A couple of months ago I packed my bag, met my friend at the airport, hopped on a plane and spent 3 nights by a beach, drinking wine and eating copious amounts of patatas bravas. It was pretty amazing. My friend and I had full conversations (you know the ones where you start at the beginning and end when you’ve both finished what you are talking about, rather than when a toddler demands your attention); we woke up at whatever time we wanted; left our apartment within 15 minutes of waking up with nothing more than a towel and a book; ate whole meals, sitting down with no sharing (except the tapas); and we enjoyed day time drinking with very little to worry about except where to head for dinner that evening. It was a treat, for both of us, but I’d like to think more for me as it was the first time I had been away from my 18 month old son for more than one night.
I obviously agreed it with my husband before we booked the trip. He was, after all, going to be in charge that weekend. And as the weekend crept closer I had to battle the feeling of being incredibly excited against a feeling of apprehension about whether I was doing the right thing. A full long weekend away is a luxury not every parent gets, especially not in the first few years, and my friends and I have had many many conversations about what the right age is to spend a night (or two or three) away from our children.
I knew my son would be absolutely fine, my husband is as capable as I am to look after him for a weekend, and I was pretty sure he wouldn’t even notice me not being there as long as he was being fed and someone was paying him attention (my son that is, not my husband!) But that still didn’t allow me to go into full blown excitement mode on the run up to the weekend, like I would have done a few years ago. Excited? Yes. Worried I would miss my son too much? Yes. Sad that I couldn’t explain to him (or more, he wouldn’t understand) that I would be back on Monday and I hadn’t just disappeared? A little. Concerned what others thought of me? Unfortunately, yes.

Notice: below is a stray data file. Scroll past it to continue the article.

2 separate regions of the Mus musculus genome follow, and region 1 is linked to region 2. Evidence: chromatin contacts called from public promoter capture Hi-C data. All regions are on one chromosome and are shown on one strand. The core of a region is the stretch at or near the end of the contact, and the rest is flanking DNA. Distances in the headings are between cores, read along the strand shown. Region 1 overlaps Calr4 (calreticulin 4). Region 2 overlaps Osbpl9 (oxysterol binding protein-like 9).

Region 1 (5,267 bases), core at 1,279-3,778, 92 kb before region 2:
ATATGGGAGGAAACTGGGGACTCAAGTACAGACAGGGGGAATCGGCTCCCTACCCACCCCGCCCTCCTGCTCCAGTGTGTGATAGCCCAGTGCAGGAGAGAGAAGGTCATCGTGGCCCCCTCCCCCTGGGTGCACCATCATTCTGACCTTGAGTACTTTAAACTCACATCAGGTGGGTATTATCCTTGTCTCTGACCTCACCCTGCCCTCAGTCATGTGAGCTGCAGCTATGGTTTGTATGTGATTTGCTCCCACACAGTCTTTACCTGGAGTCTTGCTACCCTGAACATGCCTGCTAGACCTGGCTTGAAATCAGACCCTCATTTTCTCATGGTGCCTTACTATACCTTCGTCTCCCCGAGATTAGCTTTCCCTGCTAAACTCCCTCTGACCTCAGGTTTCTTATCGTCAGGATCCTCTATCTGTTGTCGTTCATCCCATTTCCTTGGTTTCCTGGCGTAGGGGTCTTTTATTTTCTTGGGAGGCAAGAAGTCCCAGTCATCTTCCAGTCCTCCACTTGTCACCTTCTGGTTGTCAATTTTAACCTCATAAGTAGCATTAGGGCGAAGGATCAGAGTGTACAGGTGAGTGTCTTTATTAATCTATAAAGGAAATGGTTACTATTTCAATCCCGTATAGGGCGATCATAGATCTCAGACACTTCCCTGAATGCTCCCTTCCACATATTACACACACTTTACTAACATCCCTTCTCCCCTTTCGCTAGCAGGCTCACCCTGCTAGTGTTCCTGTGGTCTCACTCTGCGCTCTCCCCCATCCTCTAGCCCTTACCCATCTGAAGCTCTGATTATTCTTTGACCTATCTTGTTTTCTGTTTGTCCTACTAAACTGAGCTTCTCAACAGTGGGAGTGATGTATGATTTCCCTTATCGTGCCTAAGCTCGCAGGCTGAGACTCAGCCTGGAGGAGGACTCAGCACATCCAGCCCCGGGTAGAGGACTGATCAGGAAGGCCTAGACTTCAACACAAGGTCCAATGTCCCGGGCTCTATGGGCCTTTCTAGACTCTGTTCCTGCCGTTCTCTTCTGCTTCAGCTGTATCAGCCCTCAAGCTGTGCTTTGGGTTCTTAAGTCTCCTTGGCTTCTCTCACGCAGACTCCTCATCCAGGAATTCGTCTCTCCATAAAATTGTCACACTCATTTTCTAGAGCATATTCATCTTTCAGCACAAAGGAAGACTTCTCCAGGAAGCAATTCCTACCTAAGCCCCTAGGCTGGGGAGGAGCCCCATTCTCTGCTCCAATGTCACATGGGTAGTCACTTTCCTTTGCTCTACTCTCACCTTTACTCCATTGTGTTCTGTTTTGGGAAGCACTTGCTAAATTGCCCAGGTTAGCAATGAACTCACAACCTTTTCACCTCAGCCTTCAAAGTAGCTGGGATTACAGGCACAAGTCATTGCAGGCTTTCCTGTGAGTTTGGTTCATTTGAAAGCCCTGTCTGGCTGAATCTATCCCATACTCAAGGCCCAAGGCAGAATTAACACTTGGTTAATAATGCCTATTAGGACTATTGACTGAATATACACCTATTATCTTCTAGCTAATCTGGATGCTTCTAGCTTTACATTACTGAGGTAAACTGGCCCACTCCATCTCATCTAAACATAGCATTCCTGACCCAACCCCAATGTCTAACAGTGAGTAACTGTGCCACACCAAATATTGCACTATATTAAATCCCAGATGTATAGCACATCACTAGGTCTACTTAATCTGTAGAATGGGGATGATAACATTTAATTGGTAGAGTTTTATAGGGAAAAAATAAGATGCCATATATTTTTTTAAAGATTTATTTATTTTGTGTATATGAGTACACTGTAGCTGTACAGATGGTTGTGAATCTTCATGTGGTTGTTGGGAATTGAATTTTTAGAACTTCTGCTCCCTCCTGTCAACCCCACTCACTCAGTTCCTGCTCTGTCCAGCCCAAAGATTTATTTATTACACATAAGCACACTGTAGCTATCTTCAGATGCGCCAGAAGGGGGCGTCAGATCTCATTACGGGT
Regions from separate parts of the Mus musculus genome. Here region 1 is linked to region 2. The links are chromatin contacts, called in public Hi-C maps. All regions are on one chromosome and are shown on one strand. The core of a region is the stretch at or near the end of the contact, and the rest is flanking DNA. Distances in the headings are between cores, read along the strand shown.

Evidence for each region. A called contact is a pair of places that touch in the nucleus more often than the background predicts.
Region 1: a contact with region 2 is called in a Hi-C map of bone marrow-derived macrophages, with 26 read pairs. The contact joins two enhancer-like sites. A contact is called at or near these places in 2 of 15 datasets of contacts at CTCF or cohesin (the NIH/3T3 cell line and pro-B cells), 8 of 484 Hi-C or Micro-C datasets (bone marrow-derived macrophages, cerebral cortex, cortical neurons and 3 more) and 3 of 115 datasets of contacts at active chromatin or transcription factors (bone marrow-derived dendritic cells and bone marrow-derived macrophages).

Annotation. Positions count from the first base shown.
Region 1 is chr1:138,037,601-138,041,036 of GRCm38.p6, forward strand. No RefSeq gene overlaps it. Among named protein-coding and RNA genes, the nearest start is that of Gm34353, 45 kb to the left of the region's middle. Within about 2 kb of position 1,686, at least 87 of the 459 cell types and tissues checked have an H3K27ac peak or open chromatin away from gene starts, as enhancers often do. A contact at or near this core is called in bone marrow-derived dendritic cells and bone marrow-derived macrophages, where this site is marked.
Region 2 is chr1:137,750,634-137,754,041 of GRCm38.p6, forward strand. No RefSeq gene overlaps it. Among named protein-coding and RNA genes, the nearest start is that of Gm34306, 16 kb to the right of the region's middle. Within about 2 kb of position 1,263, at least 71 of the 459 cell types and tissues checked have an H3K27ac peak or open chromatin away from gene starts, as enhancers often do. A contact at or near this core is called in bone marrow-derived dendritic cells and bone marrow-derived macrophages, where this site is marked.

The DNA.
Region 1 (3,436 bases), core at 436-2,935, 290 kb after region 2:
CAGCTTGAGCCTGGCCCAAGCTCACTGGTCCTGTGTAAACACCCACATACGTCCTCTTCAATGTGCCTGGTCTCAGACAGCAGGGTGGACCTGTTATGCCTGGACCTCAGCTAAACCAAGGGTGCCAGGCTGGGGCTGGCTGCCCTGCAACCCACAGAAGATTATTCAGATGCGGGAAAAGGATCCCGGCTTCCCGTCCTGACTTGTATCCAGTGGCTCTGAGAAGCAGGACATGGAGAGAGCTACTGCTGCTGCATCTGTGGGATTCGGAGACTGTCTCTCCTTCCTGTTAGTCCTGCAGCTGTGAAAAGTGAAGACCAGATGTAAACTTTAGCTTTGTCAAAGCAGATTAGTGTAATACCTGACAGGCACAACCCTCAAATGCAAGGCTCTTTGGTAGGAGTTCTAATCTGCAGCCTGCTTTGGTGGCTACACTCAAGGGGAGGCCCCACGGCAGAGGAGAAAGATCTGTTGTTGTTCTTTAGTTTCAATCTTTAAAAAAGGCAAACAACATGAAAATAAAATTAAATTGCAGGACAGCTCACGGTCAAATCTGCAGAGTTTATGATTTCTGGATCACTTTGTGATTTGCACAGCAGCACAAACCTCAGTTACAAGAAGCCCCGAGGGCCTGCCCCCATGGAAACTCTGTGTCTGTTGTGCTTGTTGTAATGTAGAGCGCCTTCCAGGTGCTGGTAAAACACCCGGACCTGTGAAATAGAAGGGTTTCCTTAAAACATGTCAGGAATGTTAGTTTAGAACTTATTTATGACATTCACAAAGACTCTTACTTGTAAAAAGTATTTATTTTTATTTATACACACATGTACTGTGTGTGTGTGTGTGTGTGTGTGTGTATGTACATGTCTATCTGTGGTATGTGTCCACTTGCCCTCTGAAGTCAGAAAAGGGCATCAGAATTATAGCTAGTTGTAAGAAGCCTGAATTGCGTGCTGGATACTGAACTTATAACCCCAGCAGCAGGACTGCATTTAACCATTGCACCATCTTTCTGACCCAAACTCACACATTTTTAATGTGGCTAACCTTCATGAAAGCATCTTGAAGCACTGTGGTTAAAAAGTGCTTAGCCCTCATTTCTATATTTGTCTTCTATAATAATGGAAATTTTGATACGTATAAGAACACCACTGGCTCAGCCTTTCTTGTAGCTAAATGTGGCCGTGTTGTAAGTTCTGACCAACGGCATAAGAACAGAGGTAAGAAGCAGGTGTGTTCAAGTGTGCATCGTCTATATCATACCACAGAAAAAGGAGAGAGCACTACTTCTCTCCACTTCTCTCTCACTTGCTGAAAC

But, here is my revelation.. it was amazing! And I don’t feel too bad about it! So, the run up to the weekend was not what I was used to; instead of just pure excitement to be away for a few days, I also had a nagging feeling of whether I was doing the right thing. My son seemed to get increasingly more clingy (I’m not sure if he really did or if it just felt that way) and I had to suppress some of my joy as my husband kept highlighting the fact that it felt like I was excited to be leaving them both behind. The night before my flight, after I packed, I reflected on the fact that my bag was full of dresses, make-up and shoes instead of nappies and snacks and yet was still smaller than the bag I take on some day trips when I’m with my son!
I read a poem a while ago which I thought contained the perfect advice for a new parent. The poem is called Fire by Judy Brown. From what I have read it was not written with parents in mind but, to me, it really emphasises the importance of trying to gain balance between family and you. The poem starts by saying “What makes a fire burn is space between the logs, a breathing space.” The fire is family and the space is your space, your time away. I spend time away from my son almost every day; I work 4 days a week, 3 of those in London, so I have that time on the train, in the office and whilst drinking a coffee or eating lunch, away from family life. But this isn’t breathing space, it’s just time when my head is full of other stuff. The poem goes on to say “…building fires requires attention to the spaces in between” – something I think most are parents pretty terrible at. My mini-break was my space in between. It was my space to be me, and to be a friend (a fully engaged friend!)
My son and I had a FaceTime date every day and my husband sent me photos of what they were up to at home. I wasn’t worried about them, I missed them but not prohibitively so, and I loved my space in between. Whilst I know weekends like this one will be few and far between now, I’ve proven to myself (and my husband) it was absolutely fine and my friend and I have already optimistically pencilled one in for next year! I am a strong advocate of working hard to find the balance between spending time with my son and time apart. I think it’s healthy for both of us and the step up from a day or a night away to a long weekend away was a success!